It is discouraging enough to watch countries impose laws that promote “secular democracy” while flippantly grinding out religious freedom with a steel boot as though it were only a cigarette, but to now witness Islamic religious intolerance within an acclaimed Islamic university is frightening. For years now, all discourse about what is and what is not considered hijab has been overcast by freedom of religion infringements. We’ve watched France, Germany, Denmark, Netherlands, Austria, Belgium, Turkey, Tunisia etc. all take on the issue of hijab through religious symbol laws. While it can be argued that these laws apply to all citizens, these laws have discriminatorilly placed the heaviest burden on Muslim women. A woman should be allowed to choose her form of dress in a public setting; she should not be chided for the moral value judgements that help her make that decision.
The fact is, it’s our hair, it’s our face and we should have the right to make our own decision on whether we would like to show it to people or not. We should neither be forced to cover them, forced to uncover them, or forced to make a decision between an education or our perceived duty to our religion.
This forced covering and uncovering doesn’t make us Muslim or not-Muslim – we are who we are. However, this whole pursuit to force us to submit to governmental and institutional standards of conformity are dehumanizing by forcing submission to an abusive authority.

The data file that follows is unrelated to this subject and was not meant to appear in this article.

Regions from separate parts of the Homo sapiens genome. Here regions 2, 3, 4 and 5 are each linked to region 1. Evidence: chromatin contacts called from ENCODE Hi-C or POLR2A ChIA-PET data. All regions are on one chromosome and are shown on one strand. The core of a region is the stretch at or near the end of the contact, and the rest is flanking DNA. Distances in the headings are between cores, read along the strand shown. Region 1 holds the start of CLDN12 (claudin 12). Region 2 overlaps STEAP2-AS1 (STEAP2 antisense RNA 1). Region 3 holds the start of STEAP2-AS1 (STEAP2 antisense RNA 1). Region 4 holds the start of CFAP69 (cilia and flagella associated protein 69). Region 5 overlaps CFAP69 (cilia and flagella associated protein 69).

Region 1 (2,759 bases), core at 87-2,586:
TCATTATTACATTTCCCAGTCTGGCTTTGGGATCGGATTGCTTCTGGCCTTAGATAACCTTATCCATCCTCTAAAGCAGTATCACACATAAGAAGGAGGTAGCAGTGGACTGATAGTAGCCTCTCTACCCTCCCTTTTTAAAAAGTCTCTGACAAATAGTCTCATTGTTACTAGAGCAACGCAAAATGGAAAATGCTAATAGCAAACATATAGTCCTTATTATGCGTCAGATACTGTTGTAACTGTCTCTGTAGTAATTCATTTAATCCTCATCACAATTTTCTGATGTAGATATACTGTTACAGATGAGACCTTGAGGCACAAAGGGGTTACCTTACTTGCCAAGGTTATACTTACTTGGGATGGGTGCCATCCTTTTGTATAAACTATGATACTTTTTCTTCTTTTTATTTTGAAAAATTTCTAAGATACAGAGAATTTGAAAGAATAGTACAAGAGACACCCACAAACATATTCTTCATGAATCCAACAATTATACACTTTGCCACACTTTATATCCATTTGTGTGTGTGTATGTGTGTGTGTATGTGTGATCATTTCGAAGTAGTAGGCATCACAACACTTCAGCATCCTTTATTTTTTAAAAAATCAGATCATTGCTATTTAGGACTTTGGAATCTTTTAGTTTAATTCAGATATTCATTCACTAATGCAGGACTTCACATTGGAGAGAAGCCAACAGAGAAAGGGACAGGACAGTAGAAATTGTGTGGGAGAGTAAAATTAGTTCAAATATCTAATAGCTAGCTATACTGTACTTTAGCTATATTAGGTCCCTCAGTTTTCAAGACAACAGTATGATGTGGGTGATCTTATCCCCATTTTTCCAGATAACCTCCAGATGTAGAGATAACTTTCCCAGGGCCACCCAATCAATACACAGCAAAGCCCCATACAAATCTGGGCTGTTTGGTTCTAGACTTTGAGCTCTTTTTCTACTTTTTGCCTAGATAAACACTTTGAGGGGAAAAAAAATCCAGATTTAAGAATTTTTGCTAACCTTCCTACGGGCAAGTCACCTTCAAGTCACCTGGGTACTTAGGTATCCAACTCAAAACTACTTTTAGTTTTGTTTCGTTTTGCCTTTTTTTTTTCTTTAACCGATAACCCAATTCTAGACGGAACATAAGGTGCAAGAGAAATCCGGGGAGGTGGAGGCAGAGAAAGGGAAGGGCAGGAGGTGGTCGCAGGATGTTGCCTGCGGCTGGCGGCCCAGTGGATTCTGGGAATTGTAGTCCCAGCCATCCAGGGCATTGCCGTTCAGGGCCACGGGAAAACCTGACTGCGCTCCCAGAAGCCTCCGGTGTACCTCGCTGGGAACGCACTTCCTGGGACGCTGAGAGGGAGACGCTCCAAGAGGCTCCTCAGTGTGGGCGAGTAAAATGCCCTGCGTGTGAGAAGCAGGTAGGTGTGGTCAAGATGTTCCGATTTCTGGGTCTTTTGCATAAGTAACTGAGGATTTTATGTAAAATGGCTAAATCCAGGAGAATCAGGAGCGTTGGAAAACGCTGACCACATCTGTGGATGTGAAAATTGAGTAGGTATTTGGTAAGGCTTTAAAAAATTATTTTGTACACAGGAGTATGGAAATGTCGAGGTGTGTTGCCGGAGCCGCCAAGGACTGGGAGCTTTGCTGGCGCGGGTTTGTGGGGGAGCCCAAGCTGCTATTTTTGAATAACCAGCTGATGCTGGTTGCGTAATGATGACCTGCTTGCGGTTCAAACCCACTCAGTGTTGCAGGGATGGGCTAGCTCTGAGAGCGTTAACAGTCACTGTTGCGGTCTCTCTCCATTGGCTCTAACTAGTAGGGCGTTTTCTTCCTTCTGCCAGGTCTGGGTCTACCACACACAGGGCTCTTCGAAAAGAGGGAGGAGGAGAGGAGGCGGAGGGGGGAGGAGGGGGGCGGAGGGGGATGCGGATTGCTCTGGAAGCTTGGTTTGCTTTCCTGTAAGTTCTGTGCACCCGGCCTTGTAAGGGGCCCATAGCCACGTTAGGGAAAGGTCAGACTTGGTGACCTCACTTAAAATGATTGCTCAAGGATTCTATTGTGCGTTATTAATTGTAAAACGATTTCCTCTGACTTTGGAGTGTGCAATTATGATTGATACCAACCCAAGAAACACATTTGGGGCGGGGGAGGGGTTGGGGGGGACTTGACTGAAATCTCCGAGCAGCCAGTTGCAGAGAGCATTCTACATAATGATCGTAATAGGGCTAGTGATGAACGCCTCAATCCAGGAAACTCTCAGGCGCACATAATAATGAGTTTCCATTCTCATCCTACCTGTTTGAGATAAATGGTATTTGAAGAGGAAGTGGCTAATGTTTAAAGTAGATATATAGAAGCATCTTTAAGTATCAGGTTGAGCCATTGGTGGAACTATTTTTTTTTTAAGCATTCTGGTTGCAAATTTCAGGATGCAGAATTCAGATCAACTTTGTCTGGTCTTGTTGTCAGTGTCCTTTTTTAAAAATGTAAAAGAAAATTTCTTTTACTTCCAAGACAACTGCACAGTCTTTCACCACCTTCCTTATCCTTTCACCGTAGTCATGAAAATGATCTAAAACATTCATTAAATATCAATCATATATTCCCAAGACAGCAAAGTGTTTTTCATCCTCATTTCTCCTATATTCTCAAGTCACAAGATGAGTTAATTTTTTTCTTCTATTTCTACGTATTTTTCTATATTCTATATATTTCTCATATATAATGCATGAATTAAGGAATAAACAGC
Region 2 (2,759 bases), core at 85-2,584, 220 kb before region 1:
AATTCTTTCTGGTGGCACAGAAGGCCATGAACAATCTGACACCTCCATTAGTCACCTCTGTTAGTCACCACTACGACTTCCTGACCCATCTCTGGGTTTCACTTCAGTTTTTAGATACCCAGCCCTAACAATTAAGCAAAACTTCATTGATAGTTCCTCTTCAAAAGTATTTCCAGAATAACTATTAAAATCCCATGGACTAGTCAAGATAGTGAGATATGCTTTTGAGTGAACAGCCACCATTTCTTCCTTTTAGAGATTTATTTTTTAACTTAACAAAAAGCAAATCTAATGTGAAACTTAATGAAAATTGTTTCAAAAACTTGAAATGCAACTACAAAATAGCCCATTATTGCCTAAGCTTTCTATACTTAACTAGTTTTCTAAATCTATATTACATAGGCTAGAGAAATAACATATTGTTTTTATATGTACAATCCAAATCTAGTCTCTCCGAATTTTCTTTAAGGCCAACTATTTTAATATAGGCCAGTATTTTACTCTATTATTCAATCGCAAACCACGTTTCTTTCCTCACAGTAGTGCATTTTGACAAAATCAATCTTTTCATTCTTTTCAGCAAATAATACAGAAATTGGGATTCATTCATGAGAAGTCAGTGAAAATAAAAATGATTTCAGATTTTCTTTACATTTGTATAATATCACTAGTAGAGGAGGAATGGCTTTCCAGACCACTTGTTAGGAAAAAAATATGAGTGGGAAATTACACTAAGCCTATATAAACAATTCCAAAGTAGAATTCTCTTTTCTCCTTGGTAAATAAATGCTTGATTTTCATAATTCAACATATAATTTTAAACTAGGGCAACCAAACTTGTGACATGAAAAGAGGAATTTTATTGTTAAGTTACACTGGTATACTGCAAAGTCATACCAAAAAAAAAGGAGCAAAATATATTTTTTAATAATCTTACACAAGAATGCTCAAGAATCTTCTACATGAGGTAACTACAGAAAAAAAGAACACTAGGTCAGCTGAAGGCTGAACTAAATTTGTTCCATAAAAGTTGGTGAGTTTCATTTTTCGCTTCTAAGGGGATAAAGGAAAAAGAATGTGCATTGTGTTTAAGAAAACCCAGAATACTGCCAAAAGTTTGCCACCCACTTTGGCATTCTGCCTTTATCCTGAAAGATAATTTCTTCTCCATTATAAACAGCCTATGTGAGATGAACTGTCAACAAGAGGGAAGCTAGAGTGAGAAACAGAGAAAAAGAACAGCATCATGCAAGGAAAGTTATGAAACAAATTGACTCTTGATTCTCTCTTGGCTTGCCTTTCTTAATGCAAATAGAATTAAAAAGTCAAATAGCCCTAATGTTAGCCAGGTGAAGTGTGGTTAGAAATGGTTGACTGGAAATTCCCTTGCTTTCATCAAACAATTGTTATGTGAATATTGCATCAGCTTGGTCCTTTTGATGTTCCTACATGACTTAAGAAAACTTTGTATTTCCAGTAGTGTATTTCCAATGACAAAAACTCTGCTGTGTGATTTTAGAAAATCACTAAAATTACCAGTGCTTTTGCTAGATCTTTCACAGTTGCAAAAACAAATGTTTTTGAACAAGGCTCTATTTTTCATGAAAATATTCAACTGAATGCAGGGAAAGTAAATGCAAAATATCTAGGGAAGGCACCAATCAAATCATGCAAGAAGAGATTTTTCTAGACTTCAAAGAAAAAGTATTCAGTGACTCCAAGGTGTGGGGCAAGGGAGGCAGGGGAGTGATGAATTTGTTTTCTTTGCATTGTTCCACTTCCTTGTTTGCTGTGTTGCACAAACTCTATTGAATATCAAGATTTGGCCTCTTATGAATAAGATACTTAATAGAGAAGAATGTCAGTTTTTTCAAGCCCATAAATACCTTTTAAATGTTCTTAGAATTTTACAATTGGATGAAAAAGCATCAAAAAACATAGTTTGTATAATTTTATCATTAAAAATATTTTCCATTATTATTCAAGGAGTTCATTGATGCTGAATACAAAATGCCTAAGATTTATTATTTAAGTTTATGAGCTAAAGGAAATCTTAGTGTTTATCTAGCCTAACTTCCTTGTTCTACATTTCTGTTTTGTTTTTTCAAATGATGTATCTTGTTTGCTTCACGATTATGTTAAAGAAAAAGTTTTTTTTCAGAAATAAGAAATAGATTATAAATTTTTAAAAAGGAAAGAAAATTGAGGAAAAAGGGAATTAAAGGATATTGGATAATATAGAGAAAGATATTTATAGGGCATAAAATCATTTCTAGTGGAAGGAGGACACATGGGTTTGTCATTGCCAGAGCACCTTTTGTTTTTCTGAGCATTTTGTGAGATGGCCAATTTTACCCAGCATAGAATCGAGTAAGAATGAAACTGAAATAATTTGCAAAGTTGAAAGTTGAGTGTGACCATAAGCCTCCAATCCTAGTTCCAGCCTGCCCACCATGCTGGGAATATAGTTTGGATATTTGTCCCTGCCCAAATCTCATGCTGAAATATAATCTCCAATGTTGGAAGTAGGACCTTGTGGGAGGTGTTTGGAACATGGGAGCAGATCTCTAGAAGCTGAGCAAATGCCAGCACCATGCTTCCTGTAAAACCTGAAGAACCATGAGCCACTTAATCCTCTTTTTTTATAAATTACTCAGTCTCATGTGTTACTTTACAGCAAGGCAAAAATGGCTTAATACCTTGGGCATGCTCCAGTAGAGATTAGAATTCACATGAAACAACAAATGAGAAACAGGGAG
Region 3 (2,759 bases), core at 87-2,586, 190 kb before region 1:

Sadly, until these forced uncoverings stop taking place, we will be slaves to the debate of religious freedom and tolerance. For Muslim women, contemporary thought regarding the hijab, niqaab, and burqa expressed through texts with formal logical expression of these opinions will be on the back-burner. As long as this contemporary thought is left there, we’ll remain subjects of outdated rulings, peer-pressure, and forced coverings in countries like Iran and Saudi Arabia.
Perhaps the sheiks could offer us the varying opinions (through translations) about head covering being sunnah or fard. Perhaps they could explain the basis for their opinion that covering the face is not Islamic. Perhaps they could educate us rather than contribute in oppressing us. As for the “secular and democracy” loving authorities, perhaps they could learn to stay out of our hair and contribute to freedom and tolerance.
I’m taking a class in Business Communication and I had a test question that went a little something like this – I’m changing it up so as not to copy an actual question: